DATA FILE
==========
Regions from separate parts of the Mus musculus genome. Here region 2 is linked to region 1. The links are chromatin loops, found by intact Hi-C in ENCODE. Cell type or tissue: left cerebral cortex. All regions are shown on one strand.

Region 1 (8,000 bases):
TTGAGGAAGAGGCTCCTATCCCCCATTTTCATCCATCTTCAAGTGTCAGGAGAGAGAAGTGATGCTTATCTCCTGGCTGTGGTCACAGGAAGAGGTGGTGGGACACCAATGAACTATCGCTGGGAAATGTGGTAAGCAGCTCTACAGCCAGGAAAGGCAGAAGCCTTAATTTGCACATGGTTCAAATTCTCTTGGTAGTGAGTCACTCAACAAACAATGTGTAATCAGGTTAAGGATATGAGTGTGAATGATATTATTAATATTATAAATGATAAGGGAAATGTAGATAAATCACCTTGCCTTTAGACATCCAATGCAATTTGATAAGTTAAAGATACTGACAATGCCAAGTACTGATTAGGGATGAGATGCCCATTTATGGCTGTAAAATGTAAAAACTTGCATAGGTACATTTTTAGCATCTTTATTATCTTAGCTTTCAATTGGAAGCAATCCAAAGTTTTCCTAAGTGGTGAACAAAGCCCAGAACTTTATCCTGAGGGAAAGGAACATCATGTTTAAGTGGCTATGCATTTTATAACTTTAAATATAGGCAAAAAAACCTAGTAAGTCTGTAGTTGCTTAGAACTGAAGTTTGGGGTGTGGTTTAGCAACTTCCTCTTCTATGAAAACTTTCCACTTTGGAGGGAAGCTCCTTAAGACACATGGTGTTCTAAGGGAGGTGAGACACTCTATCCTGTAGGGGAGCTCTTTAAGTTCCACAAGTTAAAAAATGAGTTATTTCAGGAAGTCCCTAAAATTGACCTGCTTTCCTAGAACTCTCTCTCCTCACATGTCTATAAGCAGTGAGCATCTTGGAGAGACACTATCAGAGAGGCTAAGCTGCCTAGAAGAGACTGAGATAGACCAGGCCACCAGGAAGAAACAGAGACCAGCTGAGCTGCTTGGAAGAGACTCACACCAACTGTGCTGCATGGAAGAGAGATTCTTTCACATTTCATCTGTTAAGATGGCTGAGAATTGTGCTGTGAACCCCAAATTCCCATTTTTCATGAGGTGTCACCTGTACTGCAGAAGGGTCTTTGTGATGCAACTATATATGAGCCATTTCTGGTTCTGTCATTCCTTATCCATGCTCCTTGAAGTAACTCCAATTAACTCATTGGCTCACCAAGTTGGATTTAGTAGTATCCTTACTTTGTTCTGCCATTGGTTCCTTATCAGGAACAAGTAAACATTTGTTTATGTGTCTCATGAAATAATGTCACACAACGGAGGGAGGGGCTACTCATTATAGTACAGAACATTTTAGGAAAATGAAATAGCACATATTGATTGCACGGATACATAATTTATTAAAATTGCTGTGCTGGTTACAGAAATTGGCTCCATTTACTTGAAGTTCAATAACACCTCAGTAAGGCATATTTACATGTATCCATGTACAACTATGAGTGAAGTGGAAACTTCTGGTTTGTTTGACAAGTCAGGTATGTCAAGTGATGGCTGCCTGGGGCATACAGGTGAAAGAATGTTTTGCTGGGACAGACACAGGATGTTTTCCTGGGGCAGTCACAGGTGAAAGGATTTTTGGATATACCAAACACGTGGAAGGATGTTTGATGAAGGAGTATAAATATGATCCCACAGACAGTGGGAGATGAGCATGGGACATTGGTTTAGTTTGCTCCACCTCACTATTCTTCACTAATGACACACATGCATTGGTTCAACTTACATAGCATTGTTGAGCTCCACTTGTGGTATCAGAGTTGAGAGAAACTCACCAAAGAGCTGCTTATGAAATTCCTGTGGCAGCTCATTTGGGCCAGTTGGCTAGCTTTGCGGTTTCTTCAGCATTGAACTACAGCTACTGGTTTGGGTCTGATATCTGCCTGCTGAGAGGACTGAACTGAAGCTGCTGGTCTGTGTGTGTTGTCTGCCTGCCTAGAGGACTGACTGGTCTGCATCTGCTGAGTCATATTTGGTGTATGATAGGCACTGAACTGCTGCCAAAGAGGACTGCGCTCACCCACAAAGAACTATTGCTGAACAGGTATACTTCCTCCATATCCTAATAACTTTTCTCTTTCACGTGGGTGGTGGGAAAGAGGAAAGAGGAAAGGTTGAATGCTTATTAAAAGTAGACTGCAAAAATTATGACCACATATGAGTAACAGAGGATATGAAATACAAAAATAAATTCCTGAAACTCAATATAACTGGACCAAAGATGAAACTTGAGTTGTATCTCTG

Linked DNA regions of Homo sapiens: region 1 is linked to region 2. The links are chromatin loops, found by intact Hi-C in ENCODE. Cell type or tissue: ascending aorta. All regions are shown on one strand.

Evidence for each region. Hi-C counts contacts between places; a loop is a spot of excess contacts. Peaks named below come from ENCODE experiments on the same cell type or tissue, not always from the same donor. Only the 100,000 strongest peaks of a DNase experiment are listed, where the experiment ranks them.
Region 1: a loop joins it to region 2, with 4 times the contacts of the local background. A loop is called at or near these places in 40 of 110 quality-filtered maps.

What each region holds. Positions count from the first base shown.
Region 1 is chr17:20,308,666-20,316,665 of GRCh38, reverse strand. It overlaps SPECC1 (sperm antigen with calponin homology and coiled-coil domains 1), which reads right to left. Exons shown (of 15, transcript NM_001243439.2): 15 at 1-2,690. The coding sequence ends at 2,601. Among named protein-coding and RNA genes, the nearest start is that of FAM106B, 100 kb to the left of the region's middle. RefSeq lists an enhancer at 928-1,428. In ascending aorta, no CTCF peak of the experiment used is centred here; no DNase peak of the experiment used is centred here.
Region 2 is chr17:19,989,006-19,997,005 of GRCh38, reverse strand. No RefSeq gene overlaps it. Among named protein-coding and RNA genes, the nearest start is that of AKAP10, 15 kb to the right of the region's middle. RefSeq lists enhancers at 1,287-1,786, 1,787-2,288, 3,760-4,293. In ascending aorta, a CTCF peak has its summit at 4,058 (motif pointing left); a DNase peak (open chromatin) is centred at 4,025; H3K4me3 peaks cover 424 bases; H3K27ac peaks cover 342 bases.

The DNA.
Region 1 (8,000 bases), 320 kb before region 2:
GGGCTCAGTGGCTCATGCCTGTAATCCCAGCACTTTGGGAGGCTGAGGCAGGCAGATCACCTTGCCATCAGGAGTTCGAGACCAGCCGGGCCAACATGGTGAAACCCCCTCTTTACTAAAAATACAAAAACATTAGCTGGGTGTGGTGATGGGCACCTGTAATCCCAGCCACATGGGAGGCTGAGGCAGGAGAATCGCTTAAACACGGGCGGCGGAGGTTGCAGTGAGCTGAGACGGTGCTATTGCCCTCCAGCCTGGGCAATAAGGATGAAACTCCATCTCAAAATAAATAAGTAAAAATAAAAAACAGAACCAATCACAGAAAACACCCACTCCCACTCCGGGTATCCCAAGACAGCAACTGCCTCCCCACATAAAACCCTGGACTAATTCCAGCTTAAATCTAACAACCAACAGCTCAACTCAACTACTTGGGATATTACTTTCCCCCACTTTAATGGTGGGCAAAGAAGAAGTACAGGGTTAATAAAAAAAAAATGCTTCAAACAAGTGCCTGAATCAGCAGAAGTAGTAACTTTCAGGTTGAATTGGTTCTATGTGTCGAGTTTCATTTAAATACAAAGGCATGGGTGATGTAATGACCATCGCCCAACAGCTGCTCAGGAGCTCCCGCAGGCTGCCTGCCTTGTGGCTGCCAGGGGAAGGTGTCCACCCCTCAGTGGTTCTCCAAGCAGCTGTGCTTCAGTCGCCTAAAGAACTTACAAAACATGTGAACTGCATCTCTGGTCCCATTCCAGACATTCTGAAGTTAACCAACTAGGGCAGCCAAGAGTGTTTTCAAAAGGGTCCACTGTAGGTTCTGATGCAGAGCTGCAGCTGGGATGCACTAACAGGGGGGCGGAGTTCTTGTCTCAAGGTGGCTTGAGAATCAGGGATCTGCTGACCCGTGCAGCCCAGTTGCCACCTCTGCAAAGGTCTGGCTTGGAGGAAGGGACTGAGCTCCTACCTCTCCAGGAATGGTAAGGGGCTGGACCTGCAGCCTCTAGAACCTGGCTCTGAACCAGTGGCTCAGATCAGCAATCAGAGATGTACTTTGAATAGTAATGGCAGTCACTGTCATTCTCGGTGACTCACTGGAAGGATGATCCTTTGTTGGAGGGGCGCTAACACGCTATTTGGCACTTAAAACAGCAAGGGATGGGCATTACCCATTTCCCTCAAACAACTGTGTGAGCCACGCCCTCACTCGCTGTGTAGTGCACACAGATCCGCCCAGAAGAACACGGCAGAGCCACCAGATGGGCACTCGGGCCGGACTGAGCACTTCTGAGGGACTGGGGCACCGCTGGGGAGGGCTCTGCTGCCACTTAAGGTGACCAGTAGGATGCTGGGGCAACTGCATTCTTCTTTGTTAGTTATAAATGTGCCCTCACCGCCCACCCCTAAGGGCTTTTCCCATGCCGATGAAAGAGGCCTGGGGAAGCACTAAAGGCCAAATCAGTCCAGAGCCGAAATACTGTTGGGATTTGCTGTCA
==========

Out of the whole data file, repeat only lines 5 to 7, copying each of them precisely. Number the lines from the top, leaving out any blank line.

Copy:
Evidence for each region. Hi-C counts contacts between places; a loop is a spot of excess contacts. Peaks named below come from ENCODE experiments on the same cell type or tissue, not always from the same donor. Only the 100,000 strongest peaks of a DNase experiment are listed, where the experiment ranks them.
Region 1: a loop joins it to region 2, with 4 times the contacts of the local background. A loop is called at or near these places in 40 of 110 quality-filtered maps.

What each region holds. Positions count from the first base shown.